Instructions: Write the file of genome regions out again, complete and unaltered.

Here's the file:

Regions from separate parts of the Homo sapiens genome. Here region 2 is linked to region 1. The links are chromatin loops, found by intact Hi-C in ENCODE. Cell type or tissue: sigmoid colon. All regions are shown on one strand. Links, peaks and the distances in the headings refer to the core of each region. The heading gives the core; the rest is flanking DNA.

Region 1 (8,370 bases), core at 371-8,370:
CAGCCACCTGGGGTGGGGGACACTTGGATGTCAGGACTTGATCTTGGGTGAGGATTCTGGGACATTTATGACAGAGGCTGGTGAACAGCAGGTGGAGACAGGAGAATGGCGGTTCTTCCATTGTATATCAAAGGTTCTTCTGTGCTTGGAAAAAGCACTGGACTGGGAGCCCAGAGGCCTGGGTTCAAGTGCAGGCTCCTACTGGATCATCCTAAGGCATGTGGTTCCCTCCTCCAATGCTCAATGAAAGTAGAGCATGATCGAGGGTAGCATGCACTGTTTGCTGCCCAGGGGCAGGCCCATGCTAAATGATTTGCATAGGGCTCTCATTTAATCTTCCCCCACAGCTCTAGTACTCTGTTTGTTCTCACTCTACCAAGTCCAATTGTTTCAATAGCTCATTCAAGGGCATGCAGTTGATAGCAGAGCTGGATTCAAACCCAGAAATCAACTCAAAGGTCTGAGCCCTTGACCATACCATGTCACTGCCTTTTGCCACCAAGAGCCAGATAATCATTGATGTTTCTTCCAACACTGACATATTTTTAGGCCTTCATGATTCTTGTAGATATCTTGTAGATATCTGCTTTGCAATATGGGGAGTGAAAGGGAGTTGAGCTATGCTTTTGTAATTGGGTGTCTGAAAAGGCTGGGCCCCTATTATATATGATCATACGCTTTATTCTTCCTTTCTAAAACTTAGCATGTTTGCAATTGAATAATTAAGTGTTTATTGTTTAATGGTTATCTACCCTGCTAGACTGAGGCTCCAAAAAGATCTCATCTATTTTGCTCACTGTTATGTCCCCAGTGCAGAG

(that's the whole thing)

Regions from separate parts of the Homo sapiens genome. Here region 2 is linked to region 1. The links are chromatin loops, found by intact Hi-C in ENCODE. Cell type or tissue: sigmoid colon. All regions are shown on one strand. Links, peaks and the distances in the headings refer to the core of each region. The heading gives the core; the rest is flanking DNA.

Region 1 (8,370 bases), core at 371-8,370:
CAGCCACCTGGGGTGGGGGACACTTGGATGTCAGGACTTGATCTTGGGTGAGGATTCTGGGACATTTATGACAGAGGCTGGTGAACAGCAGGTGGAGACAGGAGAATGGCGGTTCTTCCATTGTATATCAAAGGTTCTTCTGTGCTTGGAAAAAGCACTGGACTGGGAGCCCAGAGGCCTGGGTTCAAGTGCAGGCTCCTACTGGATCATCCTAAGGCATGTGGTTCCCTCCTCCAATGCTCAATGAAAGTAGAGCATGATCGAGGGTAGCATGCACTGTTTGCTGCCCAGGGGCAGGCCCATGCTAAATGATTTGCATAGGGCTCTCATTTAATCTTCCCCCACAGCTCTAGTACTCTGTTTGTTCTCACTCTACCAAGTCCAATTGTTTCAATAGCTCATTCAAGGGCATGCAGTTGATAGCAGAGCTGGATTCAAACCCAGAAATCAACTCAAAGGTCTGAGCCCTTGACCATACCATGTCACTGCCTTTTGCCACCAAGAGCCAGATAATCATTGATGTTTCTTCCAACACTGACATATTTTTAGGCCTTCATGATTCTTGTAGATATCTTGTAGATATCTGCTTTGCAATATGGGGAGTGAAAGGGAGTTGAGCTATGCTTTTGTAATTGGGTGTCTGAAAAGGCTGGGCCCCTATTATATATGATCATACGCTTTATTCTTCCTTTCTAAAACTTAGCATGTTTGCAATTGAATAATTAAGTGTTTATTGTTTAATGGTTATCTACCCTGCTAGACTGAGGCTCCAAAAAGATCTCATCTATTTTGCTCACTGTTATGTCCCCAGTGCAGAG